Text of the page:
Then we spoke to Randi Levine, Policy Director of Advocates for Children, about what she thinks of the city's just-released school reopening plan  and whether it does enough for the more than 200,000 students with special needs and the 114,000 students who are homeless.  More information below.


More resources:

Thoughts on school reopening from Gladys Sotomayor, a teacher who has worked in the system for 21 years

From an email that Gladys sent to the NYC Ed list; reprinted with her permission.

I am a NYC teacher serving the school system in the Absent teacher reserve and a teacher for 21 years. But enough about me.

I have waited a long while to chime into the debate especially when there are teachers who are in a wide range of teaching conditions out there publicly or privately raising concerns. You know race, age, working from pre k to 12 rich poor, nabes, varying degrees of COVID-19 infection rates/ hospitalizations and more. Not to mention we are entering the labor day weekend where many of us are on vacation and families may engage in risk behaviors. I can pray that there will not be a spike in infections but I doubt it.

Yesterday I ran into a parent who lives in a primarily immigrant community telling him that students will return to school on September 21. His smile dropped and I could sense his heart sank I explained that it was a good thing because we can plan, be trained and see the "lay of the land" to ensure your children and  school community are safe.I said to myself, well the union was for once negotiated a stay of reopening using a "threat of a strike" . Well at least for now.  He said, ok I am calling my wife. He has elementary age school children.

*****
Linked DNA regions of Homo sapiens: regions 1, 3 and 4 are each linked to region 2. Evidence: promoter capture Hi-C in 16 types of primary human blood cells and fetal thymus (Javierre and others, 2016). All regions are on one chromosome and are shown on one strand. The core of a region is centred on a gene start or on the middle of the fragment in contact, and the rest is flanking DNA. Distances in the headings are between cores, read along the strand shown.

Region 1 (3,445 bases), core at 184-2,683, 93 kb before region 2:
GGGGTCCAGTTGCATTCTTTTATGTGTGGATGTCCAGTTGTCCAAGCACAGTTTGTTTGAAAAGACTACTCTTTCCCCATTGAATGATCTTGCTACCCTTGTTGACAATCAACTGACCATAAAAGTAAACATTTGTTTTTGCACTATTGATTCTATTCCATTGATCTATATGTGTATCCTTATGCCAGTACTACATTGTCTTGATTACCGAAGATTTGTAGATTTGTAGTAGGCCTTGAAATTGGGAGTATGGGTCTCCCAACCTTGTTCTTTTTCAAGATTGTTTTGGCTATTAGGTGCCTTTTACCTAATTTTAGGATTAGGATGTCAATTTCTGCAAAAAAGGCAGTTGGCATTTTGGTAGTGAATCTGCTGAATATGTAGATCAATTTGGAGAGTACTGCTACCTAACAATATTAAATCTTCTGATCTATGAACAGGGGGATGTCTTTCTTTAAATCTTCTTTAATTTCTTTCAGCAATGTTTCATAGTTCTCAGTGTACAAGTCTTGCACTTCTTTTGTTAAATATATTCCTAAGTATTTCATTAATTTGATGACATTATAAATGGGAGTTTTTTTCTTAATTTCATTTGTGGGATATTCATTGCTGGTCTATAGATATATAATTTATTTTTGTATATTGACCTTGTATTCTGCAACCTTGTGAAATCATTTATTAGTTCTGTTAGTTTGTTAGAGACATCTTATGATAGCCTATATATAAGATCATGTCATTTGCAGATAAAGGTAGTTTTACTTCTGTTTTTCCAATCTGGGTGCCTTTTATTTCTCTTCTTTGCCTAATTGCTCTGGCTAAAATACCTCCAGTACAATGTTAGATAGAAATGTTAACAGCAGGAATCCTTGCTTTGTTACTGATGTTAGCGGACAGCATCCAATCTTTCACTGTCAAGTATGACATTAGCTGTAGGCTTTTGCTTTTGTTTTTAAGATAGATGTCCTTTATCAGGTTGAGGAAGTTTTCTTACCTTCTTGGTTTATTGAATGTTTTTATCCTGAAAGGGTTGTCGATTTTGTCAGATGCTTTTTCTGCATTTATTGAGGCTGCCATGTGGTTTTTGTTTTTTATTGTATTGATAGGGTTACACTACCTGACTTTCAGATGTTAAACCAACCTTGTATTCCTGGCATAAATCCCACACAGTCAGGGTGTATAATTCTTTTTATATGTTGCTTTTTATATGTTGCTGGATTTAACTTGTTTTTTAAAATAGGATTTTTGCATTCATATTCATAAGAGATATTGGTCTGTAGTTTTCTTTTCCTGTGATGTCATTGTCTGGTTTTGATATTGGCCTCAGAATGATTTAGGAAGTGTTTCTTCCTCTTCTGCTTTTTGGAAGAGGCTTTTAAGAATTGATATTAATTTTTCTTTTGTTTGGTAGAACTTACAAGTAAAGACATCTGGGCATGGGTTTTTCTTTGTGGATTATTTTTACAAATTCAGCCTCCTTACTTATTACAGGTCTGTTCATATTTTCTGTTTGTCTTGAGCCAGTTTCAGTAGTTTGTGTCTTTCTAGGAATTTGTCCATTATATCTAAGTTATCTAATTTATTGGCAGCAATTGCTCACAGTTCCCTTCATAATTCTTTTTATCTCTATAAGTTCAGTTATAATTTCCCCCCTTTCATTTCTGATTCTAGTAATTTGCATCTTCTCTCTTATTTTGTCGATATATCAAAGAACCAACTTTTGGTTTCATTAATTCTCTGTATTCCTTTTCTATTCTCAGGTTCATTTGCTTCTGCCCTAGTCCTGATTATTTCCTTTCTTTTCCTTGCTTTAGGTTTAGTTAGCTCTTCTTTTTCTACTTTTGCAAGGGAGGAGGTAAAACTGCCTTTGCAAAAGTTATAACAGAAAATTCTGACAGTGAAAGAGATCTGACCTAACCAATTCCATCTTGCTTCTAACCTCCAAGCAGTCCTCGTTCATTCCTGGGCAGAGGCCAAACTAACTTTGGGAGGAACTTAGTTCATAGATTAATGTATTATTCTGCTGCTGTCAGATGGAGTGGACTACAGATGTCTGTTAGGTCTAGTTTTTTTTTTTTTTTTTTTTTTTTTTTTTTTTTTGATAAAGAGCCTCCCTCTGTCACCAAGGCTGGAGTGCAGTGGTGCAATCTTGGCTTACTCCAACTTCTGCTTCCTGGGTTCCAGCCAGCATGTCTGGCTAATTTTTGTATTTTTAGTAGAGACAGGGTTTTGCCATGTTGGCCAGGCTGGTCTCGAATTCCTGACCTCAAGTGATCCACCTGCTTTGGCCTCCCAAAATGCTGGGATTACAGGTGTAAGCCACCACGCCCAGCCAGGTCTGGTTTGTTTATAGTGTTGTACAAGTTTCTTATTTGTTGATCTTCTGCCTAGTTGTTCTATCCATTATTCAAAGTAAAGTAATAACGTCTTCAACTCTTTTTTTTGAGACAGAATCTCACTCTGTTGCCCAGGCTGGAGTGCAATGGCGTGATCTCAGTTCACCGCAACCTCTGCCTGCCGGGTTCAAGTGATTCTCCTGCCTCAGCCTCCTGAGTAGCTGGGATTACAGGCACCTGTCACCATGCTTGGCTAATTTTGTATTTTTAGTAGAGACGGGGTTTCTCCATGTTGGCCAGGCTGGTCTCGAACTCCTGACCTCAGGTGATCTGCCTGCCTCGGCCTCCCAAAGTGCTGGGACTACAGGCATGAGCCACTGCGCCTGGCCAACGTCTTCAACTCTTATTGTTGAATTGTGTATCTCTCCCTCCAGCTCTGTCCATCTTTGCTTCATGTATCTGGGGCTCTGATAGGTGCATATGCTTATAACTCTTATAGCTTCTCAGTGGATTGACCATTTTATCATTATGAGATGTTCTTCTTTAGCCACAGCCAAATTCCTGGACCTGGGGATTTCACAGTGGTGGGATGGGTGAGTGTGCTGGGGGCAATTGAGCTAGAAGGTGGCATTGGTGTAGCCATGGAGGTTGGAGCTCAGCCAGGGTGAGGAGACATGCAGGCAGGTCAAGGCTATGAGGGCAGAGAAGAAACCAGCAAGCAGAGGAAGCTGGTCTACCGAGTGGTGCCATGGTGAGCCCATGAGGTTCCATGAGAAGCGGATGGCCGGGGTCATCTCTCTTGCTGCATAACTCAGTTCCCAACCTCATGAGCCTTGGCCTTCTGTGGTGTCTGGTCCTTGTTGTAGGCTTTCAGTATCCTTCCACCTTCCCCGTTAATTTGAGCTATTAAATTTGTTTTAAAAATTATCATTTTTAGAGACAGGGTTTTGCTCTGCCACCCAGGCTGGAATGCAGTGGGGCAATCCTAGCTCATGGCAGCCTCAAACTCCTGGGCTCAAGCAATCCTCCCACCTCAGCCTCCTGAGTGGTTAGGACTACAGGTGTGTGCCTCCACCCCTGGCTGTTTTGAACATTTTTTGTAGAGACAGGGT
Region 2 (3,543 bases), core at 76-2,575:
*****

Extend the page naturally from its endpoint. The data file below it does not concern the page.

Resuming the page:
I am happy if some schools were able to get what parents and the school communitypetitioned from the get go (meaning fall start) through the SLT process and their advocacy. This is not the case for all school communities. 

In person teaching as we knew it will not return.And yet, the nation as well as the world are watching what we all do to reopen and some hoping we fall on our face.The underfunded segregated largest school system in the nation is now fully exposed. Much of the debate and commentary is about what ifs and why nots and where is the money in the budget etc etc etc. We know the answers to these questions, little to nothing. The HERO act is  floundering in Congress. State and city tax revenue are at an all time low, well we are told that we are in trouble.